Poems

The mosquito. 6-stanza children's poem with educational activities


Poetry is a perfect excuse to propose other educational and fun activities to children. The little ones usually love the poetic genre, so we can take advantage of it to propose exercises that work on certain lessons learned at school. From this one 6-stanza poem by Marisa Alonso, we propose some educational activities that will be very attractive for the little ones.

But first of all ... let's enjoy this nursery rhyme! Bill a short funny story in which we have a mosquito that flies very fast and some flies that wonder what is the reason for such a rush. The fly, which has little patience, will end up getting tired of so many questions.

At full speed

a mosquito flew by

they were muttering.

Where will you go in such a hurry?

said a fly to the fly,

nor that he was flying

Where will you go in such a hurry?

another fly spoke to the fly,

he goes without a helmet on his head

Oh, what little precaution!

Where will you go in such a hurry?

asked a third,

and already tired the moscón

he immediately changed the sidewalk.

What are you asking me?

I don't know how to give you reasons

Ask the mice!

But another fly came

and when he saw him he asked:

Where was he going in such a hurry?

And the fly passed out.

We begin by proposing some reading comprehension activities to find out if the children have been attentive to the reading of this poem. To avoid the typical exercise of direct questions, we propose other types of activities: true or false, completing the sentence and discovering the character who says certain pieces of dialogue.

Present these exercises to your children as a game or a challenge that they have to decipher. In this way, they will be more open to doing them. Among the benefits of these activities we find improving understanding of what is read, memory and concentration.

1. True or false
Some of the following sentences are true and coincide with what you have read in the text. However, others are false. Will you be able to discover which ones are lies?

  • The fly was flying very very fast, it seemed like it was in a hurry!
  • The mosquito put a helmet on its head, for safety.
  • The fly was tired of the questions of the flies.
  • The fly told the flies to ask the mice.

2. Complete the sentence
As an exercise in reading comprehension, we can also ask the children to complete the following sentences related to the history of the poem.

  • It looked like the _______ was participating in a competition because of how fast it was flying.
  • The fly didn't want to hear any more questions from the _________.
  • The flies were restless because ___________.

3. Who said what
The following phrases that we propose could be part of the dialogue in this story. From what you have read, you will be able to decipher who says each of them. Who said that?

  • Where will it go so fast?
  • Don't ask me! I do not know!
  • I'm in a hurry, I'm in a hurry!

Since Guiainfantil.com We suggest you review some of the lessons that children have learned at school related to spelling and grammar from the poem. Here are some language challenges for your little ones. Remember to adapt them to the age and knowledge of each of the children so that they can solve them.

4. In search of verbs
Verb tenses can become a real nightmare for children: so many tenses, modes, people, conjugations ... However, with a little practice and play, the little ones will end up learning them without any problem.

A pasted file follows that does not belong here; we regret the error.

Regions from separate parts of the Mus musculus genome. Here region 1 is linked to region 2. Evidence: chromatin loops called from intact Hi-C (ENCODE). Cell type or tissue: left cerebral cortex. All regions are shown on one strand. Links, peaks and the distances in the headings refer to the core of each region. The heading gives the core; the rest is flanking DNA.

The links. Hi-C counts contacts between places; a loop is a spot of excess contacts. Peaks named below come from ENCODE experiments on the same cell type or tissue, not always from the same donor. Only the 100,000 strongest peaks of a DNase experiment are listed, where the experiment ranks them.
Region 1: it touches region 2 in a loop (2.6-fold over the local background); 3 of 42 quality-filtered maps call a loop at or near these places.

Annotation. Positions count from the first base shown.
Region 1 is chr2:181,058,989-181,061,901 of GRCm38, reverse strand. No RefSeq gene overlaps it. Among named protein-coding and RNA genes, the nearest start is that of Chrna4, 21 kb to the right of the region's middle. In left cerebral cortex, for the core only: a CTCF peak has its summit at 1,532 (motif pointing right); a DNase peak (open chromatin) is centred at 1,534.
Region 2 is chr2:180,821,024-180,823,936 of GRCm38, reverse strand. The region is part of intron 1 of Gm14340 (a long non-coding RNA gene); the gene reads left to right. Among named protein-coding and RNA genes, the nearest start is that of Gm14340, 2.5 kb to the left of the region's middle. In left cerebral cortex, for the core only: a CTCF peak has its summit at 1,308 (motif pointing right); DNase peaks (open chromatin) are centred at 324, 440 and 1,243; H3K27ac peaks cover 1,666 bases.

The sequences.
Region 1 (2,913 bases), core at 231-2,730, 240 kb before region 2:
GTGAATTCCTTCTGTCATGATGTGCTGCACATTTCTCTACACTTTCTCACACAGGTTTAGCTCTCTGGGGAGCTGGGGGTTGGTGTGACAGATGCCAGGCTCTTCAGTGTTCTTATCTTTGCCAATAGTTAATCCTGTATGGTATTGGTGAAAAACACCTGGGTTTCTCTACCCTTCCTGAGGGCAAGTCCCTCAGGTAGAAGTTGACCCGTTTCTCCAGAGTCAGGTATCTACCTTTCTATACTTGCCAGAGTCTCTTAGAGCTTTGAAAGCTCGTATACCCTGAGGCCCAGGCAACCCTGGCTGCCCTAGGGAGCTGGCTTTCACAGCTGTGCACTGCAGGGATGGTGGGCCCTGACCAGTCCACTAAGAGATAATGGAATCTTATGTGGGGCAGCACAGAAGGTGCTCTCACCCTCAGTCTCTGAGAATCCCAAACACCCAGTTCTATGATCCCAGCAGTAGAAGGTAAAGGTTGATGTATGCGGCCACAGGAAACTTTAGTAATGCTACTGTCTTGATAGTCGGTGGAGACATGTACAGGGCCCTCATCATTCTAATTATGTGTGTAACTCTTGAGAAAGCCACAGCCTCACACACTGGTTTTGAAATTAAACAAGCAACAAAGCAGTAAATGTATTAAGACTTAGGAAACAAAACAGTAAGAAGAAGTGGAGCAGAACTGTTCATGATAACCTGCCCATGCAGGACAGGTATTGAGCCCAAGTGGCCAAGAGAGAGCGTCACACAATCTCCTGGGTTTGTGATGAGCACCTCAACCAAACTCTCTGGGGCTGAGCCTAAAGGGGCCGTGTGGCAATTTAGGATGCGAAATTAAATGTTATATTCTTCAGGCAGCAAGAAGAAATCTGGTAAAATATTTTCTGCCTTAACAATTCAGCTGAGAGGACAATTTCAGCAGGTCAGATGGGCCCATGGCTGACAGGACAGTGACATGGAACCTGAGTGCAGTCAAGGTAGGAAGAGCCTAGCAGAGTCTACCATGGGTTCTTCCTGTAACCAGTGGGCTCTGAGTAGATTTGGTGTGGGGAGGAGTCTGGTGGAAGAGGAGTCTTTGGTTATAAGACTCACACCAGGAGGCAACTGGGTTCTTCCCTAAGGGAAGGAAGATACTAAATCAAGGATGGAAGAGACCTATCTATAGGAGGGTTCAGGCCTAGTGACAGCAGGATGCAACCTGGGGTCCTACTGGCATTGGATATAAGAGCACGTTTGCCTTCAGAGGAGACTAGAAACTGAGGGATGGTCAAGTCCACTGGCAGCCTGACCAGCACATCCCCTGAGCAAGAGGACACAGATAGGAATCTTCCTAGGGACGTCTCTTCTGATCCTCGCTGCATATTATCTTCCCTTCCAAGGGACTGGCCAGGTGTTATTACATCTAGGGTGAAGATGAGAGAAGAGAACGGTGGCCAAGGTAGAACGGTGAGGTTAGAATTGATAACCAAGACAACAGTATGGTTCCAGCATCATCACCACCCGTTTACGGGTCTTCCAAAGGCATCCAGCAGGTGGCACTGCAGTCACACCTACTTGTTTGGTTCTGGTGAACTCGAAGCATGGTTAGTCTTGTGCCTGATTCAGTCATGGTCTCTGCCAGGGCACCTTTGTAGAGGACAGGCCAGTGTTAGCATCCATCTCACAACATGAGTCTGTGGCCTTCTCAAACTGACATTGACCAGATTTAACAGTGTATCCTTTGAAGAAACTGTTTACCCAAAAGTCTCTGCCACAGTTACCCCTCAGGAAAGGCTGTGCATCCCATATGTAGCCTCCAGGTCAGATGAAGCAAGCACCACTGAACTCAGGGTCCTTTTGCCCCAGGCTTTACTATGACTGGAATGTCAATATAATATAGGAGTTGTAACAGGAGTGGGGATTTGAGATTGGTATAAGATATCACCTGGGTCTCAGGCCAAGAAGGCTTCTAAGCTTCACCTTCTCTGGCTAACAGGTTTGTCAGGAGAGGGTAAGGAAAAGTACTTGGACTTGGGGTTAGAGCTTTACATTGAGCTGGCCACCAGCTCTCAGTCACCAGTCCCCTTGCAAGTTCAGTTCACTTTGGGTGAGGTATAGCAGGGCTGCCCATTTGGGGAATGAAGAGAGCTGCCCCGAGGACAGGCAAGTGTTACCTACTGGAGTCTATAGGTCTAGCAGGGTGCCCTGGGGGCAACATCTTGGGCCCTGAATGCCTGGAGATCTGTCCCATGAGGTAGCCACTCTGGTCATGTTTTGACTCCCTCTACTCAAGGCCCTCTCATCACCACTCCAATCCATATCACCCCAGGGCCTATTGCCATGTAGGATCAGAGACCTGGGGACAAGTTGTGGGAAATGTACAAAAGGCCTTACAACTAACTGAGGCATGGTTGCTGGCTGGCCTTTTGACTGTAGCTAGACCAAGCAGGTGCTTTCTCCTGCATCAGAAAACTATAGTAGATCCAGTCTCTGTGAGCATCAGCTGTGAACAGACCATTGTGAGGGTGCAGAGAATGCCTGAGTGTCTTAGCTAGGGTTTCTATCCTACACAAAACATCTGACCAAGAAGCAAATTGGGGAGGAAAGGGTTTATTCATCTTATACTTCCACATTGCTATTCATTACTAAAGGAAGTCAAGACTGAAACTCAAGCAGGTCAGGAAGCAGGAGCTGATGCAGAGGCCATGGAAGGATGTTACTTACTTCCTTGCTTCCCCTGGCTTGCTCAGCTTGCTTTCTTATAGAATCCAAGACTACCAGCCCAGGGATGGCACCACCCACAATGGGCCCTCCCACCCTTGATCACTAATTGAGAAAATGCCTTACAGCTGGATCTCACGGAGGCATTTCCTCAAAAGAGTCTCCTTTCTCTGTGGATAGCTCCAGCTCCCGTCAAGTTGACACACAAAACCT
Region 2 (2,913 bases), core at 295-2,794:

In this exercise, the children have to find four verbs that appear in the poem and conjugate them in the following tenses:

  • Third person plural in the present indicative.
  • First person singular past imperfect indicative.
  • Second person plural of the simple conditional.

5. Sharp words, where are you?
The acute words are those that carry the accent, the stressed syllable, in the last syllable of the word. These are accentuated when they end in N, S or vowel. The exercise that we are now proposing will help children to review the rules of accentuation.

It's about finding all the sharp words in the poem. Ask the children to write them down and mark or not mark them accordingly.

6. Any adjectives out there?
And finally, we work on the adjectives. How many are you able to find in the poem? What is its augmentative? And its diminutive?

7. Alphabet soup
Find the words related to the poem!

And finally, we propose you some very fun games with which children will continue to work on poetry without realizing it.

8. The mosquito, the fly and the gnat
The protagonists of this poem are these cute insects. But what is the difference between mosquito, fly and fly? We suggest you take out the encyclopedias (on paper, not digital, to get back into the good habit of searching alphabetically) and looking for a little information about our beloved characters. How are they similar and how are they different?

9. Draw the poem
Children will be delighted to illustrate the poem. We can ask them to draw a free drawing, to develop their imagination and creativity, or we can encourage them to draw exactly what they have read. In this second case, the exercise will also help us to work on the children's reading comprehension.

10. Group recital
Since it is a poem of 6 stanzas and it can be a bit long to memorize for the little ones, we can organize a group recital. Each of the participants will have to learn one or more stanzas (depending on how many children and adults want to enter the game). You can even encourage yourself to put music to poetry.

11. Let your imagination fly
You just have to let your imagination fly and surely you will come up with many more games from this poem. What if you organize your own play based on this story?

Long live poetry!

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